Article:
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Amazon series "Modern Love": Kniefall the beauty of New York


The series "Modern Love" portrays relationship dramas as real life. No wonder: the star-studded glamor product from Amazon is based on a popular newspaper column.

The most passionate expression of love, of which the series "Modern Love" is about, surprisingly does not take place between two people. It is the downfall of the directors of the beauty of New York City. The walkways in Central Park are picturesquely sunlit and unrealistically deserted; the staircases in the streets of Brooklyn lead to front doors, behind which the light shines; Life-cycle talks are held on the banks of the East River overlooking the Manhattan skyline. And it seems almost as if as a spectator as often as possible on canvas classics like Leo McCarey's "The great love of my life", Woody Allen's "Manhattan" or Spike Lee's "She's Gotta Have It" remembered.

Obviously "Modern Love" is supposed to show big cinema, even though the series consists of eight self-contained and 35-minute episodes, all about longing, pain and all the emotion. Just before the corporations push Apple and Disney in November with their own offerings on the series market, Amazon presents the love drama as a glamor product, which launches worldwide on Friday.

The Irish director John Carney, made famous by music films like "Once" (2007) and "Can a Song Save Your Life?" (2013), appears as the main director, all sorts of prominent performers are among the stars of the project. Thus, in one of the episodes, the terrific comedy-actress Tina Fey plays a well-to-do affluent citizen who is eternally infatuated by her husband and, thus, teeth-slamming for marriage therapy. And deviled by many moviegoers Dev Patel is in a "Modern Love" episode a shaggy nerd who does not notice loud of app development work and start-up entrepreneurial coolness that he has lost the love of his life.

It's a newspaper journalist who helps Patel's character clarify his or her own life disaster during an interview - and the entire series has been turned into a newspaper column. Under the heading "Modern Love", the "New York Times" has published weekly case studies, self-discovery reports and confessions of love from the real world since 2004. Most journalists of the house write down the texts on the basis of letters or conversations, sometimes they are self-made by a participant love life balance, sometimes Reflections essays. The enthusiasm of the readers for "Modern Love" was enormous from the beginning, and the podcast is a hit as well.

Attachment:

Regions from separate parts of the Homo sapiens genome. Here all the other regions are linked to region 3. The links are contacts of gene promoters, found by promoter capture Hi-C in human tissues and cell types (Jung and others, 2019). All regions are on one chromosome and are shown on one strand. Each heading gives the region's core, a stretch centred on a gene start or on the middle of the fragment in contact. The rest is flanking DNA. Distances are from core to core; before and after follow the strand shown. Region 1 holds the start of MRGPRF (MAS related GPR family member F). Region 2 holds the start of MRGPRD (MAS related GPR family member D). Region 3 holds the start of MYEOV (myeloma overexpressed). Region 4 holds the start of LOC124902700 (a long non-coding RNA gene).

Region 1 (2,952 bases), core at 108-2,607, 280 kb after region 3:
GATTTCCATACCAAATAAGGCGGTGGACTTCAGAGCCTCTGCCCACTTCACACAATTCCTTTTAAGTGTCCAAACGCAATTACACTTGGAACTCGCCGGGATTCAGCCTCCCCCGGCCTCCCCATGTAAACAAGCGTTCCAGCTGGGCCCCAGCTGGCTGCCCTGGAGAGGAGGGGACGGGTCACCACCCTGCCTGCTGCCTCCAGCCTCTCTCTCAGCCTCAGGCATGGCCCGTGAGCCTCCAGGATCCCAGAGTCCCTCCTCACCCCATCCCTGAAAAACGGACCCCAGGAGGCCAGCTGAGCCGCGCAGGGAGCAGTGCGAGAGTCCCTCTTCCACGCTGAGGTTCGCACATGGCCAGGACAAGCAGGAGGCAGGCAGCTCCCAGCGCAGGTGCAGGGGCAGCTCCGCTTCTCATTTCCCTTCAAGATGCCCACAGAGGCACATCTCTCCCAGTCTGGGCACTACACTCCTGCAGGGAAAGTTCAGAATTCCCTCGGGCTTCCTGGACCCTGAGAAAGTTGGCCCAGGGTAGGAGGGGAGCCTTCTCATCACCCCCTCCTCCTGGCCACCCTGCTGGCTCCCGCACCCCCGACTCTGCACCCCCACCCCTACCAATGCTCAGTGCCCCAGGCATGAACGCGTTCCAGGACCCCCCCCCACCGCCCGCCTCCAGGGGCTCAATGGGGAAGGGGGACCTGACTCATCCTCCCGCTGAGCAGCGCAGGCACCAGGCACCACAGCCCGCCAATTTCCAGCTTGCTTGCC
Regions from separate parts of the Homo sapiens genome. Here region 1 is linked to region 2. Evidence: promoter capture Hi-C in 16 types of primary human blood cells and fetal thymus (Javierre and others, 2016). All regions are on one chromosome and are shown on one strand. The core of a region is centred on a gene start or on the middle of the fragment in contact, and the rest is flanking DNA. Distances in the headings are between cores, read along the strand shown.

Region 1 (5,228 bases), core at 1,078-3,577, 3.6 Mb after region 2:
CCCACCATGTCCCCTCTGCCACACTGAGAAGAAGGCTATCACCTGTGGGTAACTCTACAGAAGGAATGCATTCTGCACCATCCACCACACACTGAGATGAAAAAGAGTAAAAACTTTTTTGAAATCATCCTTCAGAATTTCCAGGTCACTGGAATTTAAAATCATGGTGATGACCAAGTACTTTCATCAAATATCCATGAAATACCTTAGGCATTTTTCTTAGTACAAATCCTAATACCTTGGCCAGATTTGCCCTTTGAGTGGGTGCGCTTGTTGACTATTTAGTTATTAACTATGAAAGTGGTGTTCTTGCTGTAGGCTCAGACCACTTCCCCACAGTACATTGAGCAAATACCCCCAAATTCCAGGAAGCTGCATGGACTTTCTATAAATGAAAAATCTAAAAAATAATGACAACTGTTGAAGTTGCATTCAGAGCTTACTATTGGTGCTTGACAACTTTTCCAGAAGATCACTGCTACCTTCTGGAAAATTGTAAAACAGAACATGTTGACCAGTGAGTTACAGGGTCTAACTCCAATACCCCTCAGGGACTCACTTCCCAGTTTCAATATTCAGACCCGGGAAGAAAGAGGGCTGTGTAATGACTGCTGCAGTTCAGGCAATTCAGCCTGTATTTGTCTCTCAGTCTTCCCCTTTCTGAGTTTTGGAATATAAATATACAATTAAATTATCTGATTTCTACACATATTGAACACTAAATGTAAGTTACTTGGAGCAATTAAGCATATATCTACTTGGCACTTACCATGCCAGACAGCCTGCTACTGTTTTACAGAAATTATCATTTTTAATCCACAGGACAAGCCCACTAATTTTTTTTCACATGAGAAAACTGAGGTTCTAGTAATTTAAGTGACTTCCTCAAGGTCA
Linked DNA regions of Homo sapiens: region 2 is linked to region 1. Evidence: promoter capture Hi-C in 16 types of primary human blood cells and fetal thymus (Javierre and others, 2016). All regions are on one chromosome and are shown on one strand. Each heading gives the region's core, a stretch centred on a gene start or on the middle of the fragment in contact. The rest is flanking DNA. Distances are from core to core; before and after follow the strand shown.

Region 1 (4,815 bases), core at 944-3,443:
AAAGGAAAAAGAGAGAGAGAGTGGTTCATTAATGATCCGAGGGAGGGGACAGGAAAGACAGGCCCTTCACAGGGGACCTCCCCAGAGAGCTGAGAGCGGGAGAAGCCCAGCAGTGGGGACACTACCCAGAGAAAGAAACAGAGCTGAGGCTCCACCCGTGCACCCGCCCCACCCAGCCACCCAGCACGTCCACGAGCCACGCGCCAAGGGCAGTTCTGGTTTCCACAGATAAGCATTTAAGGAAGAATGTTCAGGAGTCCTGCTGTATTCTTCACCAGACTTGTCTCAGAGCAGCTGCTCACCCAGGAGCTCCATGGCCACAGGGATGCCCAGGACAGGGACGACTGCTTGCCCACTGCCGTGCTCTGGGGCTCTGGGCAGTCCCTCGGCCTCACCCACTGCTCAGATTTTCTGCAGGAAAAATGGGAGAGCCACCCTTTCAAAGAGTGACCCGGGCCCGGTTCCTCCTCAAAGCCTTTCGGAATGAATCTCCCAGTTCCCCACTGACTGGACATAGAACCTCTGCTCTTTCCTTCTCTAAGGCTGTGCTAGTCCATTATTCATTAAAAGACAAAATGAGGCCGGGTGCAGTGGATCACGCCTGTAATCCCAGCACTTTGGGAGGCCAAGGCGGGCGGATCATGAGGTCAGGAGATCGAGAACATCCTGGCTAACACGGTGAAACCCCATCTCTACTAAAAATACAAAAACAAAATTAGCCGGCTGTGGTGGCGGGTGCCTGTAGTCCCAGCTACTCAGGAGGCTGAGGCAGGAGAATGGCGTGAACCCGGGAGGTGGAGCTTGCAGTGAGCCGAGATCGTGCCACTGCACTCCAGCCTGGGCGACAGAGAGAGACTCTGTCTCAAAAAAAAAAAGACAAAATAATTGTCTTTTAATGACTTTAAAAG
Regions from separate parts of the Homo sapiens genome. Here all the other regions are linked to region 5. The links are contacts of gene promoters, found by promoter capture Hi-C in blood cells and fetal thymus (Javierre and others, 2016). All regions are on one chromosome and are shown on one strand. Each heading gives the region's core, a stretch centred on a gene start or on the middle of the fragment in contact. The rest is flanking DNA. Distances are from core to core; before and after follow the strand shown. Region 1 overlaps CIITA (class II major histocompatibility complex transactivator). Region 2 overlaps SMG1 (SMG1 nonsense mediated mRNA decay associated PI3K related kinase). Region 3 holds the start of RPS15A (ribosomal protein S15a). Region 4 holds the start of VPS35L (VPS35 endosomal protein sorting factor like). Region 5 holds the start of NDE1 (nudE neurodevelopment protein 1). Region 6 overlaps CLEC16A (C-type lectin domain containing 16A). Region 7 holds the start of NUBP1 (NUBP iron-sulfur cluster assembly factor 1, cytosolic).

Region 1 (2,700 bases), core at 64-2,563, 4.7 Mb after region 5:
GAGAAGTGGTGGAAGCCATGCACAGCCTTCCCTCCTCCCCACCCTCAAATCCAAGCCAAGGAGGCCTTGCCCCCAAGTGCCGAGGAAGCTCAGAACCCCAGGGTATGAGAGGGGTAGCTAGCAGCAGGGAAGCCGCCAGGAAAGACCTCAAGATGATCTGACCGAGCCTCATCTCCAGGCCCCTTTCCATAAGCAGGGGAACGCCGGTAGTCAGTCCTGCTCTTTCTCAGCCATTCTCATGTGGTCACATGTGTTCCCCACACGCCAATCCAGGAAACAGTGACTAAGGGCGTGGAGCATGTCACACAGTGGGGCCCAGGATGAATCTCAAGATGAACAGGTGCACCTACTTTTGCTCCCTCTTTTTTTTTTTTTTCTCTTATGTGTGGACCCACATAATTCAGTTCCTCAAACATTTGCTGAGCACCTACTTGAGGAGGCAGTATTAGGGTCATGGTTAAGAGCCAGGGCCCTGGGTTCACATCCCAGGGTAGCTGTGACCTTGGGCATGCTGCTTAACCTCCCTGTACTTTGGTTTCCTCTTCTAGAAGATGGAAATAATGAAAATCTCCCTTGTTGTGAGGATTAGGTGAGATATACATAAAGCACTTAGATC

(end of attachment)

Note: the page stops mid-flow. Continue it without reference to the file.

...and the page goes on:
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"Modern Love": American Fortune Cookie Wisdom

The idea of ​​the newspaper people is to go through all varieties of love, whether same-sex or platonic, in puberty or in old age, directed only to their own ego or as a great world embrace. The subject of column work, as the New York Times definition is, is relationships, feelings, betrayals, and revelations, relationships, feelings, betrayals, and revelations.

Of course, the joys and hardships of the love affair that director Carney and his team have selected from the more than 500 "Modern Love" newspaper titles tend to be extraordinary. The starring episode features actress Cristin Milioti in the role of a wealthy young woman who, in the thrilling metropolitan life of New York, is being overtly patronized by the not-young Doorman in her apartment building, which leads to many strange complications.

In the third episode, actress Anne Hathaway has a ravishing Jekyll and Hyde appearance. Fresh in love, the heroine dances in the style of "West Side Story" and "La La Land" with a few dozen women and men across the tarmac of a supermarket car park. But when the first serious rendezvous with her dream man (Gary Carr) is imminent, her jet face suddenly melts into panic, she says off and crawls into bed. Little by little it turns out that the woman played by Hathaway is manic-depressive. In "Modern Love" the horror is always only one step away from the love heaven.

It is a sympathetically affable, carefully diversely occupied, always casually moving through the streets and bars big city community in which the series plays. Perhaps the stories told here go a little too often beyond the glorious American fortune cookie wisdom that self-acceptance is the key to recognition, fun, and a successful life. And yet the charm of "Modern Love" arises precisely from the fact that even the saddest love disasters with willingness to learn, wit and the pleasure of crazy twists are dealt with here.

Amazingly, the series is almost without sex. This is probably because even the newspaper column is designed to tell of the confusion of feelings and impatience of the heart, not cohabitation with the support of Tinder or Parship. The flash of knowledge in "Modern Love" does not strike until the arousal of the body has long since subsided.

"Modern Love" will be available on Amazon Prime from October 18th.

Source: spiegel

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